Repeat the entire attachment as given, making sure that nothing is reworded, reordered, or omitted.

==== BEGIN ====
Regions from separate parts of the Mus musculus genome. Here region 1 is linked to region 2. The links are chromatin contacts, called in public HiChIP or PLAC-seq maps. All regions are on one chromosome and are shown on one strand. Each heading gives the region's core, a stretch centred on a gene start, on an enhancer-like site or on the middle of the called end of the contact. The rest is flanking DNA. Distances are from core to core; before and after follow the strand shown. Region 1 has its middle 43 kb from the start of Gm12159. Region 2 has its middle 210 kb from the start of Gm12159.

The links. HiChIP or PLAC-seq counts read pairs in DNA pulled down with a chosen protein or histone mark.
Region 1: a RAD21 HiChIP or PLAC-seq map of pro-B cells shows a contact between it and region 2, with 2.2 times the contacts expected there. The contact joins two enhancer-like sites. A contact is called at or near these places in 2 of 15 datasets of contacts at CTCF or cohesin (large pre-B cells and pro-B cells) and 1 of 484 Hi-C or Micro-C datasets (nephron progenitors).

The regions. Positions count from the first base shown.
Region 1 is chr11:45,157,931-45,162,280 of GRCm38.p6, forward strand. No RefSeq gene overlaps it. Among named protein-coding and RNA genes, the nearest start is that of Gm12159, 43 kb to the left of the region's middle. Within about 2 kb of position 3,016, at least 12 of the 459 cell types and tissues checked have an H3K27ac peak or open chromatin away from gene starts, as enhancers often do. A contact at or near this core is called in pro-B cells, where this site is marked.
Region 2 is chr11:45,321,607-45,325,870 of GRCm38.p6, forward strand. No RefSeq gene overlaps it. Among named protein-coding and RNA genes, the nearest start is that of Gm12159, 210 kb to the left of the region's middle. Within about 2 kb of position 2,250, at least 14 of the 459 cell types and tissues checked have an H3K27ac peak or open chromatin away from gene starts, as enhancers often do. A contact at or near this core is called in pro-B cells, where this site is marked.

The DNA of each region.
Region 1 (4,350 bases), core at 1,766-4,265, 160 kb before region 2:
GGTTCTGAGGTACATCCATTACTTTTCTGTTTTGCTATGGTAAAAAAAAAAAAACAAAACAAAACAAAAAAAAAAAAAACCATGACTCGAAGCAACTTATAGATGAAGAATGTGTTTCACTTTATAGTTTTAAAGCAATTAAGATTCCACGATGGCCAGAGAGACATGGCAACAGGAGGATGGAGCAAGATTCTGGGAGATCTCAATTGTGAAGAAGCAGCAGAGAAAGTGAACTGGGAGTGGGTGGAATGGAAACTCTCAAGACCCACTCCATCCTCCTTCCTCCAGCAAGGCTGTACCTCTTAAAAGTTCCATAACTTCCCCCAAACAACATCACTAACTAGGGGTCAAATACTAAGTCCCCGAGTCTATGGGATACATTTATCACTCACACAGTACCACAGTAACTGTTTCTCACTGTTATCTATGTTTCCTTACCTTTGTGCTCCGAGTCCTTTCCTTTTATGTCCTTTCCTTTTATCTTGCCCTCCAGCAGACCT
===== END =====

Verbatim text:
Regions from separate parts of the Mus musculus genome. Here region 1 is linked to region 2. The links are chromatin contacts, called in public HiChIP or PLAC-seq maps. All regions are on one chromosome and are shown on one strand. Each heading gives the region's core, a stretch centred on a gene start, on an enhancer-like site or on the middle of the called end of the contact. The rest is flanking DNA. Distances are from core to core; before and after follow the strand shown. Region 1 has its middle 43 kb from the start of Gm12159. Region 2 has its middle 210 kb from the start of Gm12159.

The links. HiChIP or PLAC-seq counts read pairs in DNA pulled down with a chosen protein or histone mark.
Region 1: a RAD21 HiChIP or PLAC-seq map of pro-B cells shows a contact between it and region 2, with 2.2 times the contacts expected there. The contact joins two enhancer-like sites. A contact is called at or near these places in 2 of 15 datasets of contacts at CTCF or cohesin (large pre-B cells and pro-B cells) and 1 of 484 Hi-C or Micro-C datasets (nephron progenitors).

The regions. Positions count from the first base shown.
Region 1 is chr11:45,157,931-45,162,280 of GRCm38.p6, forward strand. No RefSeq gene overlaps it. Among named protein-coding and RNA genes, the nearest start is that of Gm12159, 43 kb to the left of the region's middle. Within about 2 kb of position 3,016, at least 12 of the 459 cell types and tissues checked have an H3K27ac peak or open chromatin away from gene starts, as enhancers often do. A contact at or near this core is called in pro-B cells, where this site is marked.
Region 2 is chr11:45,321,607-45,325,870 of GRCm38.p6, forward strand. No RefSeq gene overlaps it. Among named protein-coding and RNA genes, the nearest start is that of Gm12159, 210 kb to the left of the region's middle. Within about 2 kb of position 2,250, at least 14 of the 459 cell types and tissues checked have an H3K27ac peak or open chromatin away from gene starts, as enhancers often do. A contact at or near this core is called in pro-B cells, where this site is marked.

The DNA of each region.
Region 1 (4,350 bases), core at 1,766-4,265, 160 kb before region 2:
GGTTCTGAGGTACATCCATTACTTTTCTGTTTTGCTATGGTAAAAAAAAAAAAACAAAACAAAACAAAAAAAAAAAAAACCATGACTCGAAGCAACTTATAGATGAAGAATGTGTTTCACTTTATAGTTTTAAAGCAATTAAGATTCCACGATGGCCAGAGAGACATGGCAACAGGAGGATGGAGCAAGATTCTGGGAGATCTCAATTGTGAAGAAGCAGCAGAGAAAGTGAACTGGGAGTGGGTGGAATGGAAACTCTCAAGACCCACTCCATCCTCCTTCCTCCAGCAAGGCTGTACCTCTTAAAAGTTCCATAACTTCCCCCAAACAACATCACTAACTAGGGGTCAAATACTAAGTCCCCGAGTCTATGGGATACATTTATCACTCACACAGTACCACAGTAACTGTTTCTCACTGTTATCTATGTTTCCTTACCTTTGTGCTCCGAGTCCTTTCCTTTTATGTCCTTTCCTTTTATCTTGCCCTCCAGCAGACCT